Electric shock - OSU
Hyperphysics page - Electric Shock
Wikipedia Ventricular fibrillation
Wikipedia - Electric shock - magnitude says:
The minimum current a human can feel depends on the current type (AC or DC) and frequency.
A person can feel at least 1 mA (rms) of AC at 60 Hz, while at least 5 mA for DC.
At around 10 milliamperes, AC current passing through the arm of a 68 kg (150 lb) human can cause powerful muscle contractions; the victim is unable to voluntarily control muscles and cannot release an electrified object. This is known as the "let go threshold" and is a criterion for shock hazard in electrical regulations.
The current may, if it is high enough, cause tissue damage or fibrillation which leads to cardiac arrest;
more than 30 mA of AC (rms, 60 Hz) or 300 – 500 mA of DC can cause fibrillation.
A sustained electric shock from AC at 120 V, 60 Hz is an especially dangerous source of ventricular fibrillation because it usually exceeds the let-go threshold, while not delivering enough initial energy to propel the person away from the source.
However, the potential seriousness of the shock depends on paths through the body that the currents take. If the voltage is less than 200 V, then the human skin, more precisely the stratum corneum, is the main contributor to the impedance of the body in the case of a macroshock—the passing of current between two contact points on the skin. The characteristics of the skin are non-linear however.
If the voltage is above 450–600 V, then dielectric breakdown of the skin occurs.
The protection offered by the skin is lowered by perspiration, and this is accelerated if electricity causes muscles to contract above the let-go threshold for a sustained period of time.
If an electrical circuit is established by electrodes introduced in the body, bypassing the skin, then the potential for lethality is much higher if a circuit through the heart is established.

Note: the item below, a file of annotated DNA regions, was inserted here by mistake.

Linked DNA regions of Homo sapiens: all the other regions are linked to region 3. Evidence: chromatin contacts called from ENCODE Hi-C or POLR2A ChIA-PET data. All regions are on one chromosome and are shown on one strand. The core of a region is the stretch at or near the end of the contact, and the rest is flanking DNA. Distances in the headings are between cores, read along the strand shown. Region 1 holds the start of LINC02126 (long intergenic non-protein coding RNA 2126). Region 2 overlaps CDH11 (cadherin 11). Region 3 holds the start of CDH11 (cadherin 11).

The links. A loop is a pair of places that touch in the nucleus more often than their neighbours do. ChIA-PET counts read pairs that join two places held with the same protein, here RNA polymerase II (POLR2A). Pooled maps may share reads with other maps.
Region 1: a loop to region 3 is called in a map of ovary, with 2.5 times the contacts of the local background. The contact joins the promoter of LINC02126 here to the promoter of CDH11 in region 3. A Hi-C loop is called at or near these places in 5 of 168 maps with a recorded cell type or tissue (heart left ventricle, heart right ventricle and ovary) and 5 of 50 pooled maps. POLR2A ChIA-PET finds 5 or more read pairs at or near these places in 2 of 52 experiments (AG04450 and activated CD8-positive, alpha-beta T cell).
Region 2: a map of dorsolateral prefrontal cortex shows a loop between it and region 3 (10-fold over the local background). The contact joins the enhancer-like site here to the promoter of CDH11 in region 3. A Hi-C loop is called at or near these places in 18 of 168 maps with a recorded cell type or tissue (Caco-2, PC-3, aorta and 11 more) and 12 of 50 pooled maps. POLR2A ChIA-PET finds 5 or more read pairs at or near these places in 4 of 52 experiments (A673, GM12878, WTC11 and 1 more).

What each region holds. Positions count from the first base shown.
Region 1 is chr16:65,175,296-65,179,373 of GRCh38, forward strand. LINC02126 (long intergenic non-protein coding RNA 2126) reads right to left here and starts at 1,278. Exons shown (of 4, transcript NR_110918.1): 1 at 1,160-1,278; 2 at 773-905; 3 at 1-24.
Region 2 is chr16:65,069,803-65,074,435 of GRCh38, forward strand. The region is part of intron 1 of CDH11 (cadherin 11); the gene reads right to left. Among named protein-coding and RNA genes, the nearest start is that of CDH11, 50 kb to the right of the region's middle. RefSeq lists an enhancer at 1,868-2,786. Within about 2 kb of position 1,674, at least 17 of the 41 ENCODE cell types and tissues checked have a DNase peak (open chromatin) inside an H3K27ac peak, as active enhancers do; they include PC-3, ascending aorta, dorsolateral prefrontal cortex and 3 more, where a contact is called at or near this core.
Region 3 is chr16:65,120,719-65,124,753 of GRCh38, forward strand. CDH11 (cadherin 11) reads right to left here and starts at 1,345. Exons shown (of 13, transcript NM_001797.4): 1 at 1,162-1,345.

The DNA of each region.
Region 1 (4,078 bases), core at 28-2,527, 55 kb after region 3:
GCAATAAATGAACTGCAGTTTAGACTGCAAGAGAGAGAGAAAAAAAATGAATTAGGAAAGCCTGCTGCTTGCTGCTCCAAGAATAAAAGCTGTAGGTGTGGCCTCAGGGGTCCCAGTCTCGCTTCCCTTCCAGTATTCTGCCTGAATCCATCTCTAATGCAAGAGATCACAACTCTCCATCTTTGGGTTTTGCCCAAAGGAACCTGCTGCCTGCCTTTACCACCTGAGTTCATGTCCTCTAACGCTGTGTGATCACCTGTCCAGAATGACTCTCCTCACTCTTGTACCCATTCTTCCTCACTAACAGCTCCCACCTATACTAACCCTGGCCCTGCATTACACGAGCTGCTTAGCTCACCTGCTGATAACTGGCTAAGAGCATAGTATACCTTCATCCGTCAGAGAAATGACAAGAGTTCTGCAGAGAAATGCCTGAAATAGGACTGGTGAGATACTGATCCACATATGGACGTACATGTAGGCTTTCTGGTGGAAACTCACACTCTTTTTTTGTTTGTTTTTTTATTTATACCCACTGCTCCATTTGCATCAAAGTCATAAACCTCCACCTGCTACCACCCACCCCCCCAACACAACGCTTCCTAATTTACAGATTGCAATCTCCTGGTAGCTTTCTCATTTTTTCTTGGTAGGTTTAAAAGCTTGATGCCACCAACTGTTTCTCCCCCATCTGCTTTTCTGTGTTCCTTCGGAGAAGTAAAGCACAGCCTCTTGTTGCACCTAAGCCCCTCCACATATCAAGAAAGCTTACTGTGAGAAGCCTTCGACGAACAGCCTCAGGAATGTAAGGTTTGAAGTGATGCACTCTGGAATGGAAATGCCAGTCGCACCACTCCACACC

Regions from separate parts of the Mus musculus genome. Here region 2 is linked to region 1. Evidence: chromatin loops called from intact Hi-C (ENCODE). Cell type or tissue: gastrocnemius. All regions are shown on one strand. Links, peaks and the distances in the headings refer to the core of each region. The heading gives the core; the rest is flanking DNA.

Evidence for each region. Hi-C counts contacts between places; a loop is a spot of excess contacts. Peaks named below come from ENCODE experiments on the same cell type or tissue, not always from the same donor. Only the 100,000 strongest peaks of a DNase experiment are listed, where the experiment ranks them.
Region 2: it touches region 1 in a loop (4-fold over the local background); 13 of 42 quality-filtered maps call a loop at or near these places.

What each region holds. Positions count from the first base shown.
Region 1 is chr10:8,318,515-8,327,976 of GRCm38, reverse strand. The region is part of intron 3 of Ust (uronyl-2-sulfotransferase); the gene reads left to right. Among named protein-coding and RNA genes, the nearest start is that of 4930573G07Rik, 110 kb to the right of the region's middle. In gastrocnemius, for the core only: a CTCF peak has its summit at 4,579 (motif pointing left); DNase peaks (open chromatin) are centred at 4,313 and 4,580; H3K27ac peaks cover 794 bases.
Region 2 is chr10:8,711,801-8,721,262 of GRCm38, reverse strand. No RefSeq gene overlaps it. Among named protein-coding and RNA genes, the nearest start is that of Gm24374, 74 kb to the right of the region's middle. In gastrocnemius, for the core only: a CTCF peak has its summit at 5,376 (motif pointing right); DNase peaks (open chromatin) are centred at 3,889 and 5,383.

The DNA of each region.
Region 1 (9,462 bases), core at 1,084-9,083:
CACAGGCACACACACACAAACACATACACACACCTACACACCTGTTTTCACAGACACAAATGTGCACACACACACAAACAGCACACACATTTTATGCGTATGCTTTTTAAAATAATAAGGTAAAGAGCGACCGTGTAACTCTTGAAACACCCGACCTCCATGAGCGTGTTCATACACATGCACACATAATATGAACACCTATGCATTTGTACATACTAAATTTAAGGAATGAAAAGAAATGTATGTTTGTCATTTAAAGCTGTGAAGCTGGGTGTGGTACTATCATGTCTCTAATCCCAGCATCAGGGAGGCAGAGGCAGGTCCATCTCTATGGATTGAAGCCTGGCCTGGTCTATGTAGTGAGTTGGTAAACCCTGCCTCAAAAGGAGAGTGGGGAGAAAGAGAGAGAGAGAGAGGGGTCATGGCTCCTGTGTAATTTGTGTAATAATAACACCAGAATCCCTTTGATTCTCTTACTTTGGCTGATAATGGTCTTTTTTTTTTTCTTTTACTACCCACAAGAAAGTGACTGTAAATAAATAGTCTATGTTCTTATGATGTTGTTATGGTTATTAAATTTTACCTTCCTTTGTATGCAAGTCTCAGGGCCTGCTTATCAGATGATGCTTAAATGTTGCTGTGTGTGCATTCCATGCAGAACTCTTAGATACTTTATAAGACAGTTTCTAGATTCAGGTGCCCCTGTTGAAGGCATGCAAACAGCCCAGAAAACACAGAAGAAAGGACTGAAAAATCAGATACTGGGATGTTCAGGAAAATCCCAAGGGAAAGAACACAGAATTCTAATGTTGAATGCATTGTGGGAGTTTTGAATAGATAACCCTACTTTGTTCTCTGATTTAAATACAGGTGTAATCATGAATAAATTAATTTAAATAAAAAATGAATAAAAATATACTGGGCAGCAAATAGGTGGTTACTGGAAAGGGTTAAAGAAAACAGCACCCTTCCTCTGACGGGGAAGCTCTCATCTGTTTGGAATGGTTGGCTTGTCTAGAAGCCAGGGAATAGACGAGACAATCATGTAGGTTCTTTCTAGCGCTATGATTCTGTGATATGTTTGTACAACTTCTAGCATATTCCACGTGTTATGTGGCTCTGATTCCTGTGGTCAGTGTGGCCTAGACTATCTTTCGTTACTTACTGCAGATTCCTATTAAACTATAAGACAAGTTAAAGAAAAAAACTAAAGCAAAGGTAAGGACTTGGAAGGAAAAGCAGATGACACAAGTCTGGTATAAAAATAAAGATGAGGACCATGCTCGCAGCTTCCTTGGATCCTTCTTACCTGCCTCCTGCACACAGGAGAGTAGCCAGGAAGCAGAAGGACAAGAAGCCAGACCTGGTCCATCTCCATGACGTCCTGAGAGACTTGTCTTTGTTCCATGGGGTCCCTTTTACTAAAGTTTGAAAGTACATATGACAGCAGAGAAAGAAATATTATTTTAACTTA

This is known as a microshock. Currents of only 10 µA can be sufficient to cause fibrillation in this case.
Added - March 2016.
- A reader mentioned a report of a man being killed using a multimeter on an Ohms range and pushing the probe tips through his skin into his body so the current flowed through his core resistance of (it says) around 100 Ohms.
It is essentially certain that this account is fabricated
(and most "Darwin award" stories are. I'd be genuinely pleased to know of a reputable link to the original claimed report of ant reputable report where this happened.
Note that it is substantially different to connect to a 9V powered Ohm meter than to directly contact a 9V battery's terminals.
Battery across the tongue - my assessment above stands.
Battery hand to hand with probes/contacts pushed through skin into body core !!! - Ouch! - I'd not recommend it ir do it purposefully. Death may be possible, but seems unlikely. 12V across chest near heart using sharp tipped probes HAS caused death. (Reference not to hand). However ....
An Ohm meter even on a low Ohms range is designed to provide a voltage such that at zero Ohms external load the meter is just delivered full current.
An example of a Simpson 260 meter as claimed to be used by the cited report.
There are a range of model 260 Simpson meters but all seem to be 20,000 Ohms per volt meters meaning it needs I = V /R = 1V/ 20,000 Ohm = 50 uA of current to achieve full scale deflection. The original 1930's model had a 50 uA movement and all others since also seem to have had. This is typical of this class and age of meter.
While the designers MAY arrange for 100 uA or 1 mA of full scale current to flow on low Ohms with probes shorted, the odds of it being designed to deliver 100 MA or even 10 mA in such conditions is minimal.
Questionable 1999 Darwin Award report
Simpson model 260 multimeter as reported to have been used:
Original 1930's model 260 - even this had a 50 uA movement.
260 series 2